Jan. 23—Riding a level of oil and natural gas prices not seen in at least eight years, Texas oil and gas producers enjoyed a banner year in 2022 and in return contributed record amounts to not only the state treasury but that of local counties and schools.
"I continue to be awestruck by the extraordinary role oil and natural gas play in our state and national economy," stated Todd Staples, president of the Texas Oil and Gas Association in discussing the association's Annual Energy & Economic Impact Report.
Some takeaways from the report:
* The Texas oil and natural gas industry paid $24.7 billion in state and local taxes and state royalties in Fiscal Year 2022, shattering the previous record of just more than $16 billion paid in 2019 by 54%.
* That $24.7 billion translates to roughly $67 million every day that funds the state's public schools, universities, roads, first responders and other services.
* Permian Basin schools and counties benefited significantly from the revenues paid by the state's oil and gas industry, with counties receiving $320.4 million in property taxes and school districts receiving $867.2 million. Reeves County led the state with $44.9 million, 58.4% of its tax base. Midland County was second with $31.9 million, 30.3% of its tax base. Midland Independent School District led the state with $113.3 million, 32.2% of its tax base, followed by Pecos-Barstow-Toyah with $108.8 million, 65.1% of its tax base. Grady ISD had the highest percentage of its tax base from oil and gas property taxes at 92.4%, receiving $36.7 million.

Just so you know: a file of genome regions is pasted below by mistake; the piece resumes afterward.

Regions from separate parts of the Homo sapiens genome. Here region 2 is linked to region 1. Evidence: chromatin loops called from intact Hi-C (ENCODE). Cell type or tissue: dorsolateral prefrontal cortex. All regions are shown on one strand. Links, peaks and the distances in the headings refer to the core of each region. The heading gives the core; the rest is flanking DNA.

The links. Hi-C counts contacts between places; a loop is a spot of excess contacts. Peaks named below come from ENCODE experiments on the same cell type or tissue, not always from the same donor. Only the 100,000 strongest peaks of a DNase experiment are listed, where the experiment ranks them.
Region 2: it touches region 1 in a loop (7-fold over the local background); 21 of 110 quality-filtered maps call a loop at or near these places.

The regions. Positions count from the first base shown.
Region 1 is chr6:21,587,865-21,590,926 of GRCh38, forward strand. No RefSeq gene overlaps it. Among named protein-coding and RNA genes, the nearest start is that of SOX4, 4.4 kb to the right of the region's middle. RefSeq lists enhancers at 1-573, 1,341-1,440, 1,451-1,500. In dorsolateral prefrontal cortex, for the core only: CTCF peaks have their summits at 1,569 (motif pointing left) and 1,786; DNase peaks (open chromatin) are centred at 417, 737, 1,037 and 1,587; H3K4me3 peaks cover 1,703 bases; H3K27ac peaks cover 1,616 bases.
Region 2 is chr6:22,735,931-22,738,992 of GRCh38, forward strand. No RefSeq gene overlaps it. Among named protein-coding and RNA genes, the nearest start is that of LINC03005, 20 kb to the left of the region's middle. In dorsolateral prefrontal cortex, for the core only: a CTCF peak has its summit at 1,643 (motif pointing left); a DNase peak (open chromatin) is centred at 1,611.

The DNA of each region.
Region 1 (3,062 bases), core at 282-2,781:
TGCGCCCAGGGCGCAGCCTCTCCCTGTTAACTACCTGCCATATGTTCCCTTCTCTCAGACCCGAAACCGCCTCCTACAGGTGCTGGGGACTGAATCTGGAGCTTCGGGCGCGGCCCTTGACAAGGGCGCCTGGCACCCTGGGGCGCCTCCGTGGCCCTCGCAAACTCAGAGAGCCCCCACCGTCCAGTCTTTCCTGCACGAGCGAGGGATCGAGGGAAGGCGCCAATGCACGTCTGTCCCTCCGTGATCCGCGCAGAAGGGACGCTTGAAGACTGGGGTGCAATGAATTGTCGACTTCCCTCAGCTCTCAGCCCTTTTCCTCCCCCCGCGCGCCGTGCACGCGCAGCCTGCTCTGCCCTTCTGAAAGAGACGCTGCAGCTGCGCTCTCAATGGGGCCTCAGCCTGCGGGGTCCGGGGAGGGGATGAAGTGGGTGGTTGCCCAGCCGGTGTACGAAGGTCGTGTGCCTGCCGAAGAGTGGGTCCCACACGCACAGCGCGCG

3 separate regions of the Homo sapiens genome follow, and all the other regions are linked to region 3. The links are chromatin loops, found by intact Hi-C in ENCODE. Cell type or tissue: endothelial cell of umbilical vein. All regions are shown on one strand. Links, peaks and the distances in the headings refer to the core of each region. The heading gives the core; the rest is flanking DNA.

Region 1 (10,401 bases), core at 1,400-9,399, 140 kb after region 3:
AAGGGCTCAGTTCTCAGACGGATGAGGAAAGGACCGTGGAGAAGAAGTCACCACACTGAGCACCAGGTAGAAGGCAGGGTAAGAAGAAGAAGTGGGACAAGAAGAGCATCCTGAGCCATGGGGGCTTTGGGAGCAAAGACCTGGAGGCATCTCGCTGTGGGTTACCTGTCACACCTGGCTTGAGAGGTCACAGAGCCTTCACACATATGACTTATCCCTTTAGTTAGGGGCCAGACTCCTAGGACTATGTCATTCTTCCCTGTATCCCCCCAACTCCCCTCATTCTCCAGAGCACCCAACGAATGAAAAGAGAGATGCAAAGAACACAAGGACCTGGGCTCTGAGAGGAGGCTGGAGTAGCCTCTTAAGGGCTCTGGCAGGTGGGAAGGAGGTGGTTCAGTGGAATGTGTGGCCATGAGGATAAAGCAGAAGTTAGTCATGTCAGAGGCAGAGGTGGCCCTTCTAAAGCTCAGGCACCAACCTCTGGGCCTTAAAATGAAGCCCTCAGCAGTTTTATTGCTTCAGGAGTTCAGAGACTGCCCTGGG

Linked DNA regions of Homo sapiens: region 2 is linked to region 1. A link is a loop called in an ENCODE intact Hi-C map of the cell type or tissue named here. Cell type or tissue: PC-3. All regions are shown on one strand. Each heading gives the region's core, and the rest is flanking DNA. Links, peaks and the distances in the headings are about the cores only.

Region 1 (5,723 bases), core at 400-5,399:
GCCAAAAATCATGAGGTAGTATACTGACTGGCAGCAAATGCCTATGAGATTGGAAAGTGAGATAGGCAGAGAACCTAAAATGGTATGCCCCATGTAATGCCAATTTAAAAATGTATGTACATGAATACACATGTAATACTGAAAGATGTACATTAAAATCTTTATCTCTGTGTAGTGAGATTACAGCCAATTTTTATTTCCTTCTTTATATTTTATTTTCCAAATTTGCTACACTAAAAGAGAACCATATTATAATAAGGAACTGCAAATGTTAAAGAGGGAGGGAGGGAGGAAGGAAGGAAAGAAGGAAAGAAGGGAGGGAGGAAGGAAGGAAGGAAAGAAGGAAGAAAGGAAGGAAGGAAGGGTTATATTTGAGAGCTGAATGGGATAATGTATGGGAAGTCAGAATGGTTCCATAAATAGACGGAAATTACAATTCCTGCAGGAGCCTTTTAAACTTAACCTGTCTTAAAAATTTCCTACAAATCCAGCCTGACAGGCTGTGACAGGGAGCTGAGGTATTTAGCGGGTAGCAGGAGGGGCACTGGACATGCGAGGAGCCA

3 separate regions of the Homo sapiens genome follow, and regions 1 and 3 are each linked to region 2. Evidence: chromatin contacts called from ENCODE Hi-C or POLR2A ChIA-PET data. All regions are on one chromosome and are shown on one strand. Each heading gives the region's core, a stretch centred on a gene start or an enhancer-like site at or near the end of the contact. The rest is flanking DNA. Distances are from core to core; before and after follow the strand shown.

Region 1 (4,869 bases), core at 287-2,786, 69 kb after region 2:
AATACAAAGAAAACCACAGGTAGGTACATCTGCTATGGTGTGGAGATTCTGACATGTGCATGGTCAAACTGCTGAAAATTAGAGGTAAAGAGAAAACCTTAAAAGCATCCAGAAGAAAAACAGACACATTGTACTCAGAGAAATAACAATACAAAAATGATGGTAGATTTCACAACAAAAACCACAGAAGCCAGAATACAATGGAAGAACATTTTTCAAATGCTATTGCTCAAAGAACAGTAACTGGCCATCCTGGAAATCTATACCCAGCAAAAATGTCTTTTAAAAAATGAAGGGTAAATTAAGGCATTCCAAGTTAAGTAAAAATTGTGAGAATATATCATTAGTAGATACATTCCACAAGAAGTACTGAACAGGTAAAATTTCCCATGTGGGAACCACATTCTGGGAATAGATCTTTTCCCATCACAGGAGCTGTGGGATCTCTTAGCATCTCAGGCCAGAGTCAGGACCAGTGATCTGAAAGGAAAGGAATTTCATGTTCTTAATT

* Oil and natural gas production taxes exceeded $10 billion for the first time in Texas history, surging by $5.8 billion or 116% while royalties to state funds rose by $2.2 billion or 102%.
* In FY 2022, the oil and gas industry employed 443,000 Texans earning an average of $115,300 each. For every direct oil and gas job, another 2.2 indirect jobs are created per direct employee. In total, 1.4 million Texans' jobs were ultimately derived from the state's oil and gas industry.
Staples stressed that Texas and its oil and gas industry have a bright future, but that bright future is not assured.
On a state level, he urged legislators now meeting in Austin to consider:
* Economic development policies that make Texas competitive for major projects is a must.
* Create a framework for carbon capture and storage projects so Texas can be a leader in this emerging industry
* Redesign the state's electricity market to keep the grid reliable and rates affordable for consumers while encouraging construction of new dispatchable electricity
* Adequately funding the key regulatory agencies — Railroad Commission, Texas Commission on Environmental Quality and the TexNet seismic monitoring system
* Protect the industry against policies that inhibit growth
"We need bold energy policy leadership, not political obstructionism," Staples said as he expressed concern about headwinds coming from the nation's capital in the form of permitting delays, cancelled pipelines and proposed regulations.
He added, "While this report details the enormous economic impact of the oil and gas industry on all Texans, we also recognize that many parts of the world are struggling for reliable, affordable and secure energy. At this moment, the world understands energy security is a necessity, not a luxury and our allies are literally knocking at our door in energy need."
(c)2023 the Midland Reporter-Telegram (Midland, Texas)
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